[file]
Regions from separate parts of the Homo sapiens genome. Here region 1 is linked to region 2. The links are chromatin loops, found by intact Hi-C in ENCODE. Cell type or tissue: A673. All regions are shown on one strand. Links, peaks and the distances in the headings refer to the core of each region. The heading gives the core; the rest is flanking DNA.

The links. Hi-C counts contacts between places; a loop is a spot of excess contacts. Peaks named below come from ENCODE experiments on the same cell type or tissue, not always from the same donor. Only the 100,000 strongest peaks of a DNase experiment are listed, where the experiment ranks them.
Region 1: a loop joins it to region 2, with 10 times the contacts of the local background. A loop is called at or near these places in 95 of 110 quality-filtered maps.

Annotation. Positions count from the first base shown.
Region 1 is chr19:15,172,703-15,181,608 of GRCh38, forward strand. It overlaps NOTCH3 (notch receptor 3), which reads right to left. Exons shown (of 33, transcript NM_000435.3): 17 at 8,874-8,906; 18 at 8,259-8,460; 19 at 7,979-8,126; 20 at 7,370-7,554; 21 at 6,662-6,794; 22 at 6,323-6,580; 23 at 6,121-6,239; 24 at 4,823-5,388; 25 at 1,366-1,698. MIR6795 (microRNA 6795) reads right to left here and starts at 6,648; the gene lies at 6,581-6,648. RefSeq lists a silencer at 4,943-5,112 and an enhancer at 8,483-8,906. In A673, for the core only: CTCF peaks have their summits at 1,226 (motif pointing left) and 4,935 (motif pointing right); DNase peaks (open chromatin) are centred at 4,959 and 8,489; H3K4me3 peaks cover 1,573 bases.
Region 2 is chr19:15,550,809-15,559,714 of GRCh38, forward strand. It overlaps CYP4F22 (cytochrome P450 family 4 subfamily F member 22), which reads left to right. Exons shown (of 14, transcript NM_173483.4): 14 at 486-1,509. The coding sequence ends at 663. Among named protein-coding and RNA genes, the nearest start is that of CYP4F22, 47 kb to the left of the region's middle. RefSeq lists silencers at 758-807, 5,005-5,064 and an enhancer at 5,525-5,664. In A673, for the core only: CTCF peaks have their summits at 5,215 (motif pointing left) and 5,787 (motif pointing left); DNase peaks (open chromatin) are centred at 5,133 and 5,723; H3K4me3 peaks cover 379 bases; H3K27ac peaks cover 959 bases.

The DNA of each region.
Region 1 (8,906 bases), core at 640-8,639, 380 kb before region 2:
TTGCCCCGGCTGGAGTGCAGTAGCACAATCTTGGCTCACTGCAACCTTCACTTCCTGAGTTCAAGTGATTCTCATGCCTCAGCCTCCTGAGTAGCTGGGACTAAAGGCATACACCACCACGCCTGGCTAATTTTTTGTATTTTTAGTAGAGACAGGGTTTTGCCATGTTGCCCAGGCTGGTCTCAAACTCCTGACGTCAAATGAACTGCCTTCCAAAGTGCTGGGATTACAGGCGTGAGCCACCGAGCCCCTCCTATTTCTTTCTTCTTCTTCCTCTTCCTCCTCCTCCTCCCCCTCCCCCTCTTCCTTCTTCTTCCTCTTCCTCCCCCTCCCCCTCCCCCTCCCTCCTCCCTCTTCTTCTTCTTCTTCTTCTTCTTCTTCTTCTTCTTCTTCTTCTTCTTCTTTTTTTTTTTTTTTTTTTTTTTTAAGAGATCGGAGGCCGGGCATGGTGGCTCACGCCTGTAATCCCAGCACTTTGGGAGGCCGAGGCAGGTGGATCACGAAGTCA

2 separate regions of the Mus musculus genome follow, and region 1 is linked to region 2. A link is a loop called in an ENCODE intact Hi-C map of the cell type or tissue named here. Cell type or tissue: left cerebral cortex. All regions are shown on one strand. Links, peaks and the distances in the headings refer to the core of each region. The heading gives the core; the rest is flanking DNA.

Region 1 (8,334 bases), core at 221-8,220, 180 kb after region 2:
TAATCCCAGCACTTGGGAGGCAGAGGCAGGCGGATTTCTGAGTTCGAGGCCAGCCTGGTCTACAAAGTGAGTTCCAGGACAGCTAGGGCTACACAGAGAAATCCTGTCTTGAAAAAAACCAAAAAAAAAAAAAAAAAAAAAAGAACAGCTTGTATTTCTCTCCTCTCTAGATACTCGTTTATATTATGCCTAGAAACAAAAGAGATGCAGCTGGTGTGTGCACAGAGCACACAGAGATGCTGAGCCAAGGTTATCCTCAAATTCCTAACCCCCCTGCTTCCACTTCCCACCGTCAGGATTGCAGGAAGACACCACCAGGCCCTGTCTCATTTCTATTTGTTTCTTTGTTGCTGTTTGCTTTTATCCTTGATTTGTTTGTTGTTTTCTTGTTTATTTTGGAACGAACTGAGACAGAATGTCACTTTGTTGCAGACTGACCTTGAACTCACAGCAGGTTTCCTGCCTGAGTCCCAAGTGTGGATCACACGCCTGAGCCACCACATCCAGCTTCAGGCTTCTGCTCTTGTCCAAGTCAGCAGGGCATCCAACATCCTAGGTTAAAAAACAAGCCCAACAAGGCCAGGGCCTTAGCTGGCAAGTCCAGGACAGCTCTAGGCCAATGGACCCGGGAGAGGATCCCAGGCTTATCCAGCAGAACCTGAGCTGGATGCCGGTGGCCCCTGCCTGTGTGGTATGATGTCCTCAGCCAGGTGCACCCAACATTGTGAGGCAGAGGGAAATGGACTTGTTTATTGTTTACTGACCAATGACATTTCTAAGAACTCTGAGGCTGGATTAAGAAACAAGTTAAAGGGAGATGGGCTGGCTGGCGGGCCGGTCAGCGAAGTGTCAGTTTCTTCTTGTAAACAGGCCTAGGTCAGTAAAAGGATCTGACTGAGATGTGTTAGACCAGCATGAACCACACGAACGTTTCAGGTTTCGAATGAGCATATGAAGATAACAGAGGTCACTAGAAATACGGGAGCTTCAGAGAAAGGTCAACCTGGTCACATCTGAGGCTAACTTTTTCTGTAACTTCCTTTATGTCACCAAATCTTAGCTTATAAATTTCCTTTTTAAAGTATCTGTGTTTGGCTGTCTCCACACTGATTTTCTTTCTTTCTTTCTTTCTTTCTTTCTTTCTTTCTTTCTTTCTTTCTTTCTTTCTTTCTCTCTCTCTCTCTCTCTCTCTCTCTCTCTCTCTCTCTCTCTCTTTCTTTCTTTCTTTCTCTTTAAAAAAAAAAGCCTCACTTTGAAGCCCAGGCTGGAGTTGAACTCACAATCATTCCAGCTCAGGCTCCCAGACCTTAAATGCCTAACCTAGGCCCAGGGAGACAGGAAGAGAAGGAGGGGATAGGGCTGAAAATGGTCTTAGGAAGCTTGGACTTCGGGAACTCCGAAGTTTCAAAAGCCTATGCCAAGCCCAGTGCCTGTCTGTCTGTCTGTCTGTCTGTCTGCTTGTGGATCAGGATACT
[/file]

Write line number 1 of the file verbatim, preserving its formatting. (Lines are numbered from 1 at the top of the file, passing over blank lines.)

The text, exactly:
Regions from separate parts of the Homo sapiens genome. Here region 1 is linked to region 2. The links are chromatin loops, found by intact Hi-C in ENCODE. Cell type or tissue: A673. All regions are shown on one strand. Links, peaks and the distances in the headings refer to the core of each region. The heading gives the core; the rest is flanking DNA.